Denise sighed. “Mo admitted Don was early. But he said he was done sitting around and waiting for Don to grow up and take responsibility. Implied he’d been carrying the practice all these years, and Don did nothing to bring in patients.”
“Well, Don and you and I know that’s not true.”
“Don tried to get him to sit down and talk like adults, but Mo took offense to that. He shoved Don aside and said he never wanted to see him again.”
Carly exhaled. That was one thing she liked about working alone—no partners or employees to deal with. “Sounds like Mo wants out of the partnership.”
“Sounds like it.”
“I’m sorry to hear about your troubles.”
“You’d think that was the end of it, but it isn’t. Today Mo texted Don and said he was sorry and wanted to see if they could patch things up between them. Invited us and our guests to spend a week on the Cape at his summer home. Said he has a six-bedroom house, and we can fill up five of them.”
“I’d take that as an apology and jump at the chance.”
“So we asked Tom and Sarah to join us, and to bring Bradley so he could spend time with our two. And we wanted you and Dad to come, too. I’d feel better if we had several calm males there in case Mo gets weird again. Please say you’ll come.”
Carly opened the joint calendar she and computer programmer husband Mike kept and scanned the days ahead. “When do you leave?”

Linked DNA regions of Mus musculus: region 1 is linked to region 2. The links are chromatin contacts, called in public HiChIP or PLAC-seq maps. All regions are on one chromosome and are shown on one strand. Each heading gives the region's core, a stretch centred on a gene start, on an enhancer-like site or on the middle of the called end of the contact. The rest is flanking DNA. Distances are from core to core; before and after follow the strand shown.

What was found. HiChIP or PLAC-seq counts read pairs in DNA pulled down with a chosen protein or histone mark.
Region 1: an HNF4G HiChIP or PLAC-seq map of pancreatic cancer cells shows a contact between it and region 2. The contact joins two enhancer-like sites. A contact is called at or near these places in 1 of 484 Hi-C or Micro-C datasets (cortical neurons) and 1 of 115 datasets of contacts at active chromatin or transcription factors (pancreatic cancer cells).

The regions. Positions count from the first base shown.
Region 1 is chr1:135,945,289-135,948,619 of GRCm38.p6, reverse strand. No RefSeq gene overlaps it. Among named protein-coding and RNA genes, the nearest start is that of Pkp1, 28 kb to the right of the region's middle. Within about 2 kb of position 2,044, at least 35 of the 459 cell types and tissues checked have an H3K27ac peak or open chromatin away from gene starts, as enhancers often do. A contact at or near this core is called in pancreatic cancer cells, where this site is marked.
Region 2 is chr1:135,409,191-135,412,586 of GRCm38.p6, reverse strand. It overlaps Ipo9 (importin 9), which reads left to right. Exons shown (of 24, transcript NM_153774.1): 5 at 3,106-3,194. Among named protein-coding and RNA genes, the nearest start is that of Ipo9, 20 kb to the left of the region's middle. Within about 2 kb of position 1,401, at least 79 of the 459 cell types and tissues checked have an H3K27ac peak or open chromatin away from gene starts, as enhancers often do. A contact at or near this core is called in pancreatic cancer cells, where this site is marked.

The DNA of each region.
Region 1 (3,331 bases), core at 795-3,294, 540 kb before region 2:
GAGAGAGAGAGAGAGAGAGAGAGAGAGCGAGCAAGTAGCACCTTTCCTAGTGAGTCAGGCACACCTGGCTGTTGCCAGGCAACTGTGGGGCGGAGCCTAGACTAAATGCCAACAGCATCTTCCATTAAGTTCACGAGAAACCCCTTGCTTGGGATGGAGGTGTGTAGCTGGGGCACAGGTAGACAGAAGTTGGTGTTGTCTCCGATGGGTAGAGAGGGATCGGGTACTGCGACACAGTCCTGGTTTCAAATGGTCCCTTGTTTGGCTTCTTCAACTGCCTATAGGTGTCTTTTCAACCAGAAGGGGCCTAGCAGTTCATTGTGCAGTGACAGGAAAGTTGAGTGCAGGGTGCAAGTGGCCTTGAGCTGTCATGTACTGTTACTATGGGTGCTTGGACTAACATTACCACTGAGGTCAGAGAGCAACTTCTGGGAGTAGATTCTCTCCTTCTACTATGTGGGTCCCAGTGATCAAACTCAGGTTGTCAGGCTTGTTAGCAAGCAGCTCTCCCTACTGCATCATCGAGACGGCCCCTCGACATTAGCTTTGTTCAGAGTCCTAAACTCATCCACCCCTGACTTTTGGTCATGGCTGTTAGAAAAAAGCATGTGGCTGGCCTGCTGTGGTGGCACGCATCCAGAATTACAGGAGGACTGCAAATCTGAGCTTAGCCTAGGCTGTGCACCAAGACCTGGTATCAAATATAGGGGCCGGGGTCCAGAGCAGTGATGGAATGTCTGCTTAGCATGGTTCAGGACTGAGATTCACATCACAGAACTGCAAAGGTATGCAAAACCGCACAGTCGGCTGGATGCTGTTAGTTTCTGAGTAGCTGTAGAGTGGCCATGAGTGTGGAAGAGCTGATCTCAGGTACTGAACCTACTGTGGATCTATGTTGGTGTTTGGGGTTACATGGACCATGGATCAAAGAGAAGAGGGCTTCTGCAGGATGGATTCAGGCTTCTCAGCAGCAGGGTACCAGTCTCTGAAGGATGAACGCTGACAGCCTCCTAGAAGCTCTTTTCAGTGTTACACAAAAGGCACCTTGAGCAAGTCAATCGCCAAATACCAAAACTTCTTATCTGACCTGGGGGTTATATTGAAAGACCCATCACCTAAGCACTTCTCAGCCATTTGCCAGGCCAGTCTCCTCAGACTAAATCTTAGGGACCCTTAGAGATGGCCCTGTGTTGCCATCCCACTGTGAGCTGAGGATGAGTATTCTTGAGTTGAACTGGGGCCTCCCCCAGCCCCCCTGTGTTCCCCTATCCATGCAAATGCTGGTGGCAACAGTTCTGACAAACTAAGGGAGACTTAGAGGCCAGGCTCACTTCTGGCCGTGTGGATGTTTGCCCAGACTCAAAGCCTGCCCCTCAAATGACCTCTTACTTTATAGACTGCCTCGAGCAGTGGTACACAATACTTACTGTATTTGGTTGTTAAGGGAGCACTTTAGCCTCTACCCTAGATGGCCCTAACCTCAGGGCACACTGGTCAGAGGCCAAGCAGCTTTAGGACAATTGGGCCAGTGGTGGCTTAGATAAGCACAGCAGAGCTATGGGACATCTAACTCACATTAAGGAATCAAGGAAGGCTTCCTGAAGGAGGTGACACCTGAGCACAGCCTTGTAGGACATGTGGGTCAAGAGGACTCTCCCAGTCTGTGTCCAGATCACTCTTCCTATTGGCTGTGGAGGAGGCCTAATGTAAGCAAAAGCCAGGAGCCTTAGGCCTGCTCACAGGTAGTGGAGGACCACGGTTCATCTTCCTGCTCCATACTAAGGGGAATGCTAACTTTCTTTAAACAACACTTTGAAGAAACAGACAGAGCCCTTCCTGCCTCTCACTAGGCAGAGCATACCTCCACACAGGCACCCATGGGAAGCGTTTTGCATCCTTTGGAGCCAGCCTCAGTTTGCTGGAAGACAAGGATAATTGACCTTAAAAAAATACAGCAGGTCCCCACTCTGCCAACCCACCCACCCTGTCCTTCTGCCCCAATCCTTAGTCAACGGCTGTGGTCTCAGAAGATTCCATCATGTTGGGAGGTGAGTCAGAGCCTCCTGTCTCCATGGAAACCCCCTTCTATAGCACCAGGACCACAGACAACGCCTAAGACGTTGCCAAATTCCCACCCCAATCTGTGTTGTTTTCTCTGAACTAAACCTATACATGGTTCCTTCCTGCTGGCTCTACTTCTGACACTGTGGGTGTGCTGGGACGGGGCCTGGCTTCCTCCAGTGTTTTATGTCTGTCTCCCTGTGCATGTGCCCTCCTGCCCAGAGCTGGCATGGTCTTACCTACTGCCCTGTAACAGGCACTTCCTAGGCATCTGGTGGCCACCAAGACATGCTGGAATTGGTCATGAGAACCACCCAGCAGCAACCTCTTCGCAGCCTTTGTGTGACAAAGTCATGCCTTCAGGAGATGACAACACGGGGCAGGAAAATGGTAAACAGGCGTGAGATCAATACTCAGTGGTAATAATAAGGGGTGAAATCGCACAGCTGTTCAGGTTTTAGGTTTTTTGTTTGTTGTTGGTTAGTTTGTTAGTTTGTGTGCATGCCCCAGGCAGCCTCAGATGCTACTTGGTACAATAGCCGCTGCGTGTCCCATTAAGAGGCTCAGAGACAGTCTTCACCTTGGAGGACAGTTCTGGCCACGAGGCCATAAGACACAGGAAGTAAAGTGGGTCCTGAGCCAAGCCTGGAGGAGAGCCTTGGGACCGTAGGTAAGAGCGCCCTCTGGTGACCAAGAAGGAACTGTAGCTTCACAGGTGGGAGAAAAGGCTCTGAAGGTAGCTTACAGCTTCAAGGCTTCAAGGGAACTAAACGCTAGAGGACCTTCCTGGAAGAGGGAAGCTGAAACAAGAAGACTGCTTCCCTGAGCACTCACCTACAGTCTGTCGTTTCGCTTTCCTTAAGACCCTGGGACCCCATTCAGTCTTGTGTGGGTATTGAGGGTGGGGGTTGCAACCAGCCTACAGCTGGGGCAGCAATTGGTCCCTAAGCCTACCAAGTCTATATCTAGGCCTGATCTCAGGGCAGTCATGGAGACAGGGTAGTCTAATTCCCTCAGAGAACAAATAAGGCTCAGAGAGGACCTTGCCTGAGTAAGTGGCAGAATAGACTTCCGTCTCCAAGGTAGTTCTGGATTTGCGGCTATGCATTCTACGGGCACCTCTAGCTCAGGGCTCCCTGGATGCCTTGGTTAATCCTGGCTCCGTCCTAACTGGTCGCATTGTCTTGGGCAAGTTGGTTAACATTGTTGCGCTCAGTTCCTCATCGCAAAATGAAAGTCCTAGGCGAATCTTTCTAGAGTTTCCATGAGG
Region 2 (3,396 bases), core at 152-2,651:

“Wow, that’s not much notice.” She ran a finger along the week. “But our schedule looks pretty open for the next few days. I have to be back to testify in a big court case on the day after Labor Day, though.”
“Yeah, the kids start school that day, too, and Don has to be back to work, too. Tom and Sarah will also leave on Monday. I’m hoping we can at least have a party or picnic to celebrate the end of summer before we all scatter to the four winds.”
“Then we have a plan.”
“Great. Tom and Sarah are driving down today. They’ll stay here overnight, and we can connect with you at that restaurant on the highway in Augusta around ten. The kids will be ready for a bathroom break by then, and I’ll be glad for a coffee.”
“We’ll be there. Looking forward to seeing everybody. It’s been a while since we did anything together.”
Carly hung up and opened the cover of her computer. Mike would be home soon, and hopefully he’d be excited to hear about their impromptu vacation. Surely he wouldn’t blame her for looking for a mystery where none existed.
After all, this wasn’t her idea.
So if they found a mystery, it couldn’t be her fault.
Leeann Betts writes contemporary suspense, while her real-life persona, Donna Schlachter, pens historical suspense. She has released seven titles in her cozy mystery series, By the Numbers. In addition, Leeann has written a devotional for accountants, bookkeepers, and financial folk, Counting the Days, and with her real-life persona, Donna Schlachter, has published two books on writing, Nuggets of Writing Gold and More Nuggets of Writing Gold, a compilation of essays, articles, and exercises on the craft. She publishes a free quarterly newsletter that includes a book review and articles on writing and books of interest to readers and writers.
Website: www.LeeannBetts.com Receive a free ebook just for signing up for our quarterly newsletter.